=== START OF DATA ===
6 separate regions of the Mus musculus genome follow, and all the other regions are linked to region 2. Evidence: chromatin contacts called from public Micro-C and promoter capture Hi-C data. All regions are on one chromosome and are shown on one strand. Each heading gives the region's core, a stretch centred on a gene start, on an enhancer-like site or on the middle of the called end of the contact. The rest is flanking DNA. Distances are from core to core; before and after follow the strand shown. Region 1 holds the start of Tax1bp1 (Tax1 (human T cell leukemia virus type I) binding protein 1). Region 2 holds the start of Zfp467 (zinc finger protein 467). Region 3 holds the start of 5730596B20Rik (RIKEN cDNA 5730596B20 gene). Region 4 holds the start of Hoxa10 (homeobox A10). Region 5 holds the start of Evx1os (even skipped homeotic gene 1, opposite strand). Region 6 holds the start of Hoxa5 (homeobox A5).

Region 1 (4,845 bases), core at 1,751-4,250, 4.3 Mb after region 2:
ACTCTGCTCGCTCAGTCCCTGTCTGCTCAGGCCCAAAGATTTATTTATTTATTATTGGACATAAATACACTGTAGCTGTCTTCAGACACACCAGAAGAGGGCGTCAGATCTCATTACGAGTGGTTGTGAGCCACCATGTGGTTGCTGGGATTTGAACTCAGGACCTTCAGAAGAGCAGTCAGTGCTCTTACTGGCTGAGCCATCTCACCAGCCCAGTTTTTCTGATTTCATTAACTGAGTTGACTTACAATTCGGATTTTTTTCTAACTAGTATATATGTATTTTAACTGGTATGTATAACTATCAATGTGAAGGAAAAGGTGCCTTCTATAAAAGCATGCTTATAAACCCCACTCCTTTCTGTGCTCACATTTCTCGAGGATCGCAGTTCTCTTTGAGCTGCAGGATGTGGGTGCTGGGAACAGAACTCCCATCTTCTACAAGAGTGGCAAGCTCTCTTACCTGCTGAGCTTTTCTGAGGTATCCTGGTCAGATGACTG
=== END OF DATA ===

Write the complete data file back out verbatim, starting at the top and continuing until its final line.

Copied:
6 separate regions of the Mus musculus genome follow, and all the other regions are linked to region 2. Evidence: chromatin contacts called from public Micro-C and promoter capture Hi-C data. All regions are on one chromosome and are shown on one strand. Each heading gives the region's core, a stretch centred on a gene start, on an enhancer-like site or on the middle of the called end of the contact. The rest is flanking DNA. Distances are from core to core; before and after follow the strand shown. Region 1 holds the start of Tax1bp1 (Tax1 (human T cell leukemia virus type I) binding protein 1). Region 2 holds the start of Zfp467 (zinc finger protein 467). Region 3 holds the start of 5730596B20Rik (RIKEN cDNA 5730596B20 gene). Region 4 holds the start of Hoxa10 (homeobox A10). Region 5 holds the start of Evx1os (even skipped homeotic gene 1, opposite strand). Region 6 holds the start of Hoxa5 (homeobox A5).

Region 1 (4,845 bases), core at 1,751-4,250, 4.3 Mb after region 2:
ACTCTGCTCGCTCAGTCCCTGTCTGCTCAGGCCCAAAGATTTATTTATTTATTATTGGACATAAATACACTGTAGCTGTCTTCAGACACACCAGAAGAGGGCGTCAGATCTCATTACGAGTGGTTGTGAGCCACCATGTGGTTGCTGGGATTTGAACTCAGGACCTTCAGAAGAGCAGTCAGTGCTCTTACTGGCTGAGCCATCTCACCAGCCCAGTTTTTCTGATTTCATTAACTGAGTTGACTTACAATTCGGATTTTTTTCTAACTAGTATATATGTATTTTAACTGGTATGTATAACTATCAATGTGAAGGAAAAGGTGCCTTCTATAAAAGCATGCTTATAAACCCCACTCCTTTCTGTGCTCACATTTCTCGAGGATCGCAGTTCTCTTTGAGCTGCAGGATGTGGGTGCTGGGAACAGAACTCCCATCTTCTACAAGAGTGGCAAGCTCTCTTACCTGCTGAGCTTTTCTGAGGTATCCTGGTCAGATGACTG